Blech!

Perhaps some of the sour taste can be attributed to the kombucha culture.

From here on out, we are reverting to the bleach cleaning method, and will be even more meticulous (even though we took great pains to

even pasturize our yarrow and cheesecloth).  Better luck next time, Pearson kids.

 

Stocking Stuffer Stout November 20, 2009

Filed under: beer — James Kate and Dave Pearson @ 5:52 am
Tags: , ,

Kate sings the yeasties a song of encouragement after pitching the yeast

“It has all the things you would expect in a Christmas treat:  Cinnamon, ginger, wormwood….” —James

This year for Christmas, we are giving away bottles of the outrageous Stocking Stuffer Stout, concocted by James.  The recipe is roughly:

Juniper berries

6.6 lbs. dark malt extract

1 lb. roasted barley, for roastedness

1 lb. ‘black patent’ malt, for darkness

1 lb. oatmeal

a bit of cocoa powder

And for seasoning: Cinnamon sticks, juniper berries, fresh grated ginger, dried peppermint, orange zest, honey, and wormwood.

“Sounds gross,” Kate said, upon reading the above list. It may, in fact, actually be gross. It is likely to be gross. There’s no way of knowing for sure until we try it.

David adds the malt while James happily stirs the wort with a giant homemade paddle

Dave and James got things started by boiling up a dark and roasted-smelling wort.  The wort is basically beer that hasn’t been fermented–in our case, 3 gallons of water plus all the above grains and malt, boiling for around an hour. A taste-test of the wort brought on the following observation from David, “Smell this pack of cigarettes*.  Now smell the wort.  Which smells better?  (The cigarettes).”  The wort has a very smokey, roasted flavor, probably from the dark roasted barley.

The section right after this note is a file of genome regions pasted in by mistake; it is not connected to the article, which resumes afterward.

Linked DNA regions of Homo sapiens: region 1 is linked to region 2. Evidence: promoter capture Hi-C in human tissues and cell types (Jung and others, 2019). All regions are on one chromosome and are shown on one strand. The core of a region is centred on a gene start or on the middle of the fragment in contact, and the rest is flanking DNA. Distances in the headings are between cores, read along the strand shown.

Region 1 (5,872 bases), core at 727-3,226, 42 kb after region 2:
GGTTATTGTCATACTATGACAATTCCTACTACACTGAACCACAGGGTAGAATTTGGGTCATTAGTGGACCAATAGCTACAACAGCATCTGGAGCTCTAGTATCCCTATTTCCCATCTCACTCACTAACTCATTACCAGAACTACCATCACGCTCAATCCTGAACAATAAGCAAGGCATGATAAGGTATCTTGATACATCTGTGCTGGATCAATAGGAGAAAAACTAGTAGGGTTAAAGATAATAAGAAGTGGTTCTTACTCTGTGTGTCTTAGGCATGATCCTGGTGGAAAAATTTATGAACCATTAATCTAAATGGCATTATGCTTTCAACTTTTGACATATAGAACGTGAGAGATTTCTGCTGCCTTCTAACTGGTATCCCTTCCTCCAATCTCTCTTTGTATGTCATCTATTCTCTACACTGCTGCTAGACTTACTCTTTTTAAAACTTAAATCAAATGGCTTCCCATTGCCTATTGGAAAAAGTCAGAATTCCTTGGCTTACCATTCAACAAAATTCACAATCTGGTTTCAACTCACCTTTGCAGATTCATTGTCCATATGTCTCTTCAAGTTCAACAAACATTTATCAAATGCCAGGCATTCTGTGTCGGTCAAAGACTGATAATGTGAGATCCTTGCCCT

We simmered the herbs and spices separately because we wanted them at a lower temperature, in case boiling would ruin their flavor.

The wormwood/juniper berry mixture simmers next to the giant pot of wort

Let’s talk for a moment about wormwood.  Did you know that you can substitute any manner of herbs in place of hops?  Well you can.  Wormwood is an extremely bitter herb.  James describes its taste as “oregano from hell.”  We only used 1/4 ounce in 5 gallons of beer, so we’re hoping that is a reasonable amount to impart a slight bitterness.  Wormwood is also stimulating to the nervous system.  We shall see what the effects of the wormwood are upon the completion of the fermentation process–as will you!  All I can say is that we each took a sip of the simmering herb mixture, and simultaneously made some really nasty faces.  “It burns!” David exclaimed (probably from the dried peppermint–that stuff can really clear your sinuses out).